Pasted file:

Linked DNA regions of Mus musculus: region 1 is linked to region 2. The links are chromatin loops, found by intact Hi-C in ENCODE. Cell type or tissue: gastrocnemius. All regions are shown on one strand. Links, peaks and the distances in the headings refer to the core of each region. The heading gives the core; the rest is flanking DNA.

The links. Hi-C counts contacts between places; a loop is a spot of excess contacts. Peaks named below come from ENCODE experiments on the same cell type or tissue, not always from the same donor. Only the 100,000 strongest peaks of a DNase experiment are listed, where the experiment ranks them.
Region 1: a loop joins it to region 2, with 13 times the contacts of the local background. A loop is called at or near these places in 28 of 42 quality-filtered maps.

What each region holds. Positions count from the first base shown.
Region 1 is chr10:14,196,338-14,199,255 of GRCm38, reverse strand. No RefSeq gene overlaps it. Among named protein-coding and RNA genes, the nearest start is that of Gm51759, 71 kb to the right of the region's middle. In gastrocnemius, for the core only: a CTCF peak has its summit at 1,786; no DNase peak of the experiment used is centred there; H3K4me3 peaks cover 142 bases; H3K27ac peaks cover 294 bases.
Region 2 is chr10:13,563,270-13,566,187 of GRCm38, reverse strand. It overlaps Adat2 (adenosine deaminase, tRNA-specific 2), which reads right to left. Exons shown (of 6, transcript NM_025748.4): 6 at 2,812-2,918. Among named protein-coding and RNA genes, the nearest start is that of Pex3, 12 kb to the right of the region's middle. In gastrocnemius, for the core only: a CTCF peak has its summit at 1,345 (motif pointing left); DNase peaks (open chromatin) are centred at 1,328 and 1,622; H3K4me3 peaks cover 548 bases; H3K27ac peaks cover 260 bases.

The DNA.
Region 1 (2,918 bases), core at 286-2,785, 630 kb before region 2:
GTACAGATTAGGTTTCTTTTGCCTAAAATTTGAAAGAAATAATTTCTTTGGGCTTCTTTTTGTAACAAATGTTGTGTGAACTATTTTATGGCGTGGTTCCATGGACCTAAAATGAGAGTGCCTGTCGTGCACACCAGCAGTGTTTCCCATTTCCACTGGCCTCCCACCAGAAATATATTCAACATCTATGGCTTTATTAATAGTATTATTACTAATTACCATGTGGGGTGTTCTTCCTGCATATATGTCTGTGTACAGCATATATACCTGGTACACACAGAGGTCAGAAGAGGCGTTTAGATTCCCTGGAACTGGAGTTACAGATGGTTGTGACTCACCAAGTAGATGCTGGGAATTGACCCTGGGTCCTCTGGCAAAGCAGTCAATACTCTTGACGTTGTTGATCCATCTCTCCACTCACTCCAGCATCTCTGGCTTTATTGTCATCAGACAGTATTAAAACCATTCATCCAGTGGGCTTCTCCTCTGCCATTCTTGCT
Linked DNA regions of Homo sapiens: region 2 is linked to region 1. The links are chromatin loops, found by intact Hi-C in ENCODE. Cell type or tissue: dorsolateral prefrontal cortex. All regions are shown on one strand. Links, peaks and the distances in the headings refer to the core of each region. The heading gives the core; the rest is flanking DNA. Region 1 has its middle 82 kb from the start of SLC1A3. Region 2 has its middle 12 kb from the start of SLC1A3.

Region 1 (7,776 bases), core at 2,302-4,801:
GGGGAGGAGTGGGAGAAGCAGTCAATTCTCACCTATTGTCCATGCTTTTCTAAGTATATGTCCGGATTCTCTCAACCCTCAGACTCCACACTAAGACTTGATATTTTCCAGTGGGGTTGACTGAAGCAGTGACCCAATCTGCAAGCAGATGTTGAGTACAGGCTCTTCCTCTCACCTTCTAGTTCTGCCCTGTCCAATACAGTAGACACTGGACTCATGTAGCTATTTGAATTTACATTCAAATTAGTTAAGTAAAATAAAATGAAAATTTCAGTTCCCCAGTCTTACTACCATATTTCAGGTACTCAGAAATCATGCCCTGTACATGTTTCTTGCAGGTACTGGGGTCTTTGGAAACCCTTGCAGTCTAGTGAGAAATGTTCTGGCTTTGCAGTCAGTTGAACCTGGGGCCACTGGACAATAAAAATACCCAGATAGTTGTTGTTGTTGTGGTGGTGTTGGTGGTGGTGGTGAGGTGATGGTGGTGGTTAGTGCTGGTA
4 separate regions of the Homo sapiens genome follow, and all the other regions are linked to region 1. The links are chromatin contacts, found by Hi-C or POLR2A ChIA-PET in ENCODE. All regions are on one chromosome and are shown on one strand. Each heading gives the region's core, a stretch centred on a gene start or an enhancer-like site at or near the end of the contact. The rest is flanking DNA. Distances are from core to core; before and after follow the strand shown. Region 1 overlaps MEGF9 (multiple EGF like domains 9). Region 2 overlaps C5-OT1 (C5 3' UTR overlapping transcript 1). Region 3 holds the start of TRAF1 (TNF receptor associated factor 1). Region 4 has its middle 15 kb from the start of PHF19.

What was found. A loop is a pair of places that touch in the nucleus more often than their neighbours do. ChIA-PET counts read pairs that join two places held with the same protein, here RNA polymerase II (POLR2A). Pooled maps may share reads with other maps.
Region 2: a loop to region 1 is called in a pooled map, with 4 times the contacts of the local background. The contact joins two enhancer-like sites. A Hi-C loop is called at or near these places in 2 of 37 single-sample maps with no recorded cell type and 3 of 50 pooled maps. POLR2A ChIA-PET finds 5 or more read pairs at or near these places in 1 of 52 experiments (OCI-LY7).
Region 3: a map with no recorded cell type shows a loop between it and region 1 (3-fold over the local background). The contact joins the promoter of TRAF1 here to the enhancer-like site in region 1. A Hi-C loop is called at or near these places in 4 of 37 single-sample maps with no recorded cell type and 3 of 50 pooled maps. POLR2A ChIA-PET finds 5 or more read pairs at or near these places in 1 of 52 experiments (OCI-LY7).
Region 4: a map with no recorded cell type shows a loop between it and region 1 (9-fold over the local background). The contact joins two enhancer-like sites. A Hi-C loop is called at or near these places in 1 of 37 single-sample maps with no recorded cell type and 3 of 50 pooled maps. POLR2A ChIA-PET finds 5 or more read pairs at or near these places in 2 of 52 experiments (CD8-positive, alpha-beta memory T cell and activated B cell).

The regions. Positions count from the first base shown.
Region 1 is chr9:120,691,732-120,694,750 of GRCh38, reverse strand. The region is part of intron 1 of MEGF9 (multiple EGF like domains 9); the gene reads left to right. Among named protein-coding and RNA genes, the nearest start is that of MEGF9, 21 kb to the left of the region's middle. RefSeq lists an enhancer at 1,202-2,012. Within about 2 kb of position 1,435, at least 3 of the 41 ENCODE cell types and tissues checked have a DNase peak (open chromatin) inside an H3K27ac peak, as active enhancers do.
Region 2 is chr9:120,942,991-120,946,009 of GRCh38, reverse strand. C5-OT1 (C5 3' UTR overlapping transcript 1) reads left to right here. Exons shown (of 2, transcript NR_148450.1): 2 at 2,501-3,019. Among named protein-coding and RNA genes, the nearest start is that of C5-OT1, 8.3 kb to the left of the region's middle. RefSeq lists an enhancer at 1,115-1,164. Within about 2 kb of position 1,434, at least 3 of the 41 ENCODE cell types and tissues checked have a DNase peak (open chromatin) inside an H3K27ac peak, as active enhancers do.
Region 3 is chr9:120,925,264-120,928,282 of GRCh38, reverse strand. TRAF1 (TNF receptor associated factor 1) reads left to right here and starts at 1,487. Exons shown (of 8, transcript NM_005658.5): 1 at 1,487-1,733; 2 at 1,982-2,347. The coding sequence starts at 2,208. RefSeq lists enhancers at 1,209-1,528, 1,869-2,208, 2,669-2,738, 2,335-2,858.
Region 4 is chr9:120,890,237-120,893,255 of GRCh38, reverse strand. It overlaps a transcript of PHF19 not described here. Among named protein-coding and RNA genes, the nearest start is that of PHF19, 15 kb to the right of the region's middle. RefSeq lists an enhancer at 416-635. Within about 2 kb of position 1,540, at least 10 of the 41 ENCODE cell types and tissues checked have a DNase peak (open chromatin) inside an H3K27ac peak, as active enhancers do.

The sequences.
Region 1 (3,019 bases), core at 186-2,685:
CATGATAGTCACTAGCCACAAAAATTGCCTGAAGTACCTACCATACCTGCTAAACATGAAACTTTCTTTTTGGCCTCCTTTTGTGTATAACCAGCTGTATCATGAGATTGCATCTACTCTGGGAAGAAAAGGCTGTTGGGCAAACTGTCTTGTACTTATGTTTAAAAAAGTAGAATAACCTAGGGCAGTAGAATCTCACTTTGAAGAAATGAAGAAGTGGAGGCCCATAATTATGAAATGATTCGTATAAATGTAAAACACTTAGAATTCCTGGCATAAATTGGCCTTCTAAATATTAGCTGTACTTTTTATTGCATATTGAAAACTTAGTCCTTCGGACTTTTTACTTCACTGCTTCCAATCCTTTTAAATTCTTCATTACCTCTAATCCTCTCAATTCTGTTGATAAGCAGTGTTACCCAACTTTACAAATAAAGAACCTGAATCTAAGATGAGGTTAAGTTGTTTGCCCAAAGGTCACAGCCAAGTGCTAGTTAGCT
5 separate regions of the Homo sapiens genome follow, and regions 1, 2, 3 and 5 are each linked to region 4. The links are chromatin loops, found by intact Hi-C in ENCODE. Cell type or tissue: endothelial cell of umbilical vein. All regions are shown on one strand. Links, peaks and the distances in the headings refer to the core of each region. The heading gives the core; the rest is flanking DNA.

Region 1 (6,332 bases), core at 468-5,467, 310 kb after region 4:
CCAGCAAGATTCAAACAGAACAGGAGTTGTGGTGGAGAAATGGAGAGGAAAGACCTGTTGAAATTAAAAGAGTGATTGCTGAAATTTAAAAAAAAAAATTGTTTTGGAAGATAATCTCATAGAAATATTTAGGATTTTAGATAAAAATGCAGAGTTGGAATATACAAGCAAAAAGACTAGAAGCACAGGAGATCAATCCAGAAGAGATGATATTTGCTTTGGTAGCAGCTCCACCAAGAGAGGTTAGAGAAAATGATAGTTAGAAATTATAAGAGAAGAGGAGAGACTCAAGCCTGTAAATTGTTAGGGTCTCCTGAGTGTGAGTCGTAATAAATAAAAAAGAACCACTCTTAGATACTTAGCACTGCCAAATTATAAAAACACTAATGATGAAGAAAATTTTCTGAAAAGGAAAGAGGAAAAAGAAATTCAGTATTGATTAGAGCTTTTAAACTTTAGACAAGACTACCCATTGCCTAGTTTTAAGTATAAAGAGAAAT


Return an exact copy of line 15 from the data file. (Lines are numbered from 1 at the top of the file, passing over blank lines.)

Region 2: a loop to region 1 is called in a pooled map, with 4 times the contacts of the local background. The contact joins two enhancer-like sites. A Hi-C loop is called at or near these places in 2 of 37 single-sample maps with no recorded cell type and 3 of 50 pooled maps. POLR2A ChIA-PET finds 5 or more read pairs at or near these places in 1 of 52 experiments (OCI-LY7).